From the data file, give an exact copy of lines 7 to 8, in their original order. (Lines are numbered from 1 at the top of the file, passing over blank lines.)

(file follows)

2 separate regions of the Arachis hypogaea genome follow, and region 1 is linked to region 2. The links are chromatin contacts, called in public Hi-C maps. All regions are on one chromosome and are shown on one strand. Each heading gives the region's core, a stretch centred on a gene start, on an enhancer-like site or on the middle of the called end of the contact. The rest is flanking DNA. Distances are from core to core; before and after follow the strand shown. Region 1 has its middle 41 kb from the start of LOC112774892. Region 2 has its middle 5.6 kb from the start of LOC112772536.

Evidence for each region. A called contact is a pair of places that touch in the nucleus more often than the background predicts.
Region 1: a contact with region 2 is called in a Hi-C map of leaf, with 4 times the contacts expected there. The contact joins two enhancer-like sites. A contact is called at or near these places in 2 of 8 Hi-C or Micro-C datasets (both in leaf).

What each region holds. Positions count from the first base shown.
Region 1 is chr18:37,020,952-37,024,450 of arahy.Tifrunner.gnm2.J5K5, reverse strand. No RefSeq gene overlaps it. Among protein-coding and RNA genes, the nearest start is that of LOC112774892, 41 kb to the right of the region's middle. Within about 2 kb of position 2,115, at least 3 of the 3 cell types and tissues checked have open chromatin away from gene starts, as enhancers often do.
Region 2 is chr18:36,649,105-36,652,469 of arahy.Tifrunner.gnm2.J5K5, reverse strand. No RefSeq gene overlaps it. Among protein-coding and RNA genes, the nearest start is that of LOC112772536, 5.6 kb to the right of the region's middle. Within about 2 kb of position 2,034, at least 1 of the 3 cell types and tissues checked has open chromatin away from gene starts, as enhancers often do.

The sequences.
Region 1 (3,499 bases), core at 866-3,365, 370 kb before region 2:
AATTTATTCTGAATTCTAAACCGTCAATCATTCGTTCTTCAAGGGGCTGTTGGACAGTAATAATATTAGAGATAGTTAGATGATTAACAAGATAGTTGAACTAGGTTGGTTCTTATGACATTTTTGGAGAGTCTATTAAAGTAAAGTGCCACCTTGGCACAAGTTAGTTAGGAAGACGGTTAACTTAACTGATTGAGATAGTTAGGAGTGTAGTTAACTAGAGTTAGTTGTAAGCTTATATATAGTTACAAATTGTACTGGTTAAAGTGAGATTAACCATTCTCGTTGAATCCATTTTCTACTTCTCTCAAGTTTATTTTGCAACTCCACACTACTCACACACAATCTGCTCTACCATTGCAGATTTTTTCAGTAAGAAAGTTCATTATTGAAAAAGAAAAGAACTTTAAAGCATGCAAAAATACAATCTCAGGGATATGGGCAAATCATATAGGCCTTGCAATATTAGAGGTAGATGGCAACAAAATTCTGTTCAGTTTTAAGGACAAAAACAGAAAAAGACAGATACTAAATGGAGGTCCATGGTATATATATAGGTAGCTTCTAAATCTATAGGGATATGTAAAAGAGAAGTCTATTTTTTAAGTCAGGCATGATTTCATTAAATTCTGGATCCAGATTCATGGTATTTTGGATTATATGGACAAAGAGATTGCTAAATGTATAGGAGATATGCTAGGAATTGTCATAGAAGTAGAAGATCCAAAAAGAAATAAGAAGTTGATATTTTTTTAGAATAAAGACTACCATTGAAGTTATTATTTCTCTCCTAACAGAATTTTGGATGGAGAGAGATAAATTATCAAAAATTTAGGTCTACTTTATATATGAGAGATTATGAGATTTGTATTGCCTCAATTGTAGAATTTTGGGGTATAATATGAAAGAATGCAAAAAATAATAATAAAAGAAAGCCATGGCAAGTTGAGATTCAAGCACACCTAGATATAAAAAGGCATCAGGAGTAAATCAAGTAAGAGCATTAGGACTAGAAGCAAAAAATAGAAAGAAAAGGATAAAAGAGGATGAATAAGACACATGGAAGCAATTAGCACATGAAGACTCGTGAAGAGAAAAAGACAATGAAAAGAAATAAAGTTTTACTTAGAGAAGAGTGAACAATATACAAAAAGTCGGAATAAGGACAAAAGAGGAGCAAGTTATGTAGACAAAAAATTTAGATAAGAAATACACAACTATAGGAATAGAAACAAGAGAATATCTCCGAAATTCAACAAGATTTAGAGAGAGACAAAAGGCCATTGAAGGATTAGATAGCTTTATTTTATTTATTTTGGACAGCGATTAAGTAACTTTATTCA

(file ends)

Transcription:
The sequences.
Region 1 (3,499 bases), core at 866-3,365, 370 kb before region 2: